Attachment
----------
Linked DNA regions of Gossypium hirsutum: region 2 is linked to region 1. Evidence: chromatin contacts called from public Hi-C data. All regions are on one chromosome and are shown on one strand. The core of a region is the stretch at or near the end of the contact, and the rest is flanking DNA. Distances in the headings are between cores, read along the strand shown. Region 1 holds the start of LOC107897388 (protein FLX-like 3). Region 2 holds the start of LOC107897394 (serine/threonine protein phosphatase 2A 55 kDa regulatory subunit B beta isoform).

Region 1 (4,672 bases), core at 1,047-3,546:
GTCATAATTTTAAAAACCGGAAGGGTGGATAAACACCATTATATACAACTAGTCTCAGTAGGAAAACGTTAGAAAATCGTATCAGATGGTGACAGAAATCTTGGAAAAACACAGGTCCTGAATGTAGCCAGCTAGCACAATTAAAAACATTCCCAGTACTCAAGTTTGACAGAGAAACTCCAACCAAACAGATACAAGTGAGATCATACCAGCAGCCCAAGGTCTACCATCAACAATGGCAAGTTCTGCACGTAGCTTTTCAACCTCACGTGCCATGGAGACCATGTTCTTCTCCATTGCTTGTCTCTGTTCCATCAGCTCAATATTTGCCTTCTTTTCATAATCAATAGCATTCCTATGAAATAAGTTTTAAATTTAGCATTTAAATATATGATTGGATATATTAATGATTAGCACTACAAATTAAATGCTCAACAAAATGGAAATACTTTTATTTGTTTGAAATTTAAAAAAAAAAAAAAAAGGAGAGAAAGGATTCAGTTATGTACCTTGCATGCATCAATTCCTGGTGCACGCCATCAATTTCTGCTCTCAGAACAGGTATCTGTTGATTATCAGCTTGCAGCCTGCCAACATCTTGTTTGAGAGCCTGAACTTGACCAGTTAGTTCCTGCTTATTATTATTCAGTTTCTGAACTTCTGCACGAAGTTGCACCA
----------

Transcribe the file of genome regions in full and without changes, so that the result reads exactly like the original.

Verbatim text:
Linked DNA regions of Gossypium hirsutum: region 2 is linked to region 1. Evidence: chromatin contacts called from public Hi-C data. All regions are on one chromosome and are shown on one strand. The core of a region is the stretch at or near the end of the contact, and the rest is flanking DNA. Distances in the headings are between cores, read along the strand shown. Region 1 holds the start of LOC107897388 (protein FLX-like 3). Region 2 holds the start of LOC107897394 (serine/threonine protein phosphatase 2A 55 kDa regulatory subunit B beta isoform).

Region 1 (4,672 bases), core at 1,047-3,546:
GTCATAATTTTAAAAACCGGAAGGGTGGATAAACACCATTATATACAACTAGTCTCAGTAGGAAAACGTTAGAAAATCGTATCAGATGGTGACAGAAATCTTGGAAAAACACAGGTCCTGAATGTAGCCAGCTAGCACAATTAAAAACATTCCCAGTACTCAAGTTTGACAGAGAAACTCCAACCAAACAGATACAAGTGAGATCATACCAGCAGCCCAAGGTCTACCATCAACAATGGCAAGTTCTGCACGTAGCTTTTCAACCTCACGTGCCATGGAGACCATGTTCTTCTCCATTGCTTGTCTCTGTTCCATCAGCTCAATATTTGCCTTCTTTTCATAATCAATAGCATTCCTATGAAATAAGTTTTAAATTTAGCATTTAAATATATGATTGGATATATTAATGATTAGCACTACAAATTAAATGCTCAACAAAATGGAAATACTTTTATTTGTTTGAAATTTAAAAAAAAAAAAAAAAGGAGAGAAAGGATTCAGTTATGTACCTTGCATGCATCAATTCCTGGTGCACGCCATCAATTTCTGCTCTCAGAACAGGTATCTGTTGATTATCAGCTTGCAGCCTGCCAACATCTTGTTTGAGAGCCTGAACTTGACCAGTTAGTTCCTGCTTATTATTATTCAGTTTCTGAACTTCTGCACGAAGTTGCACCA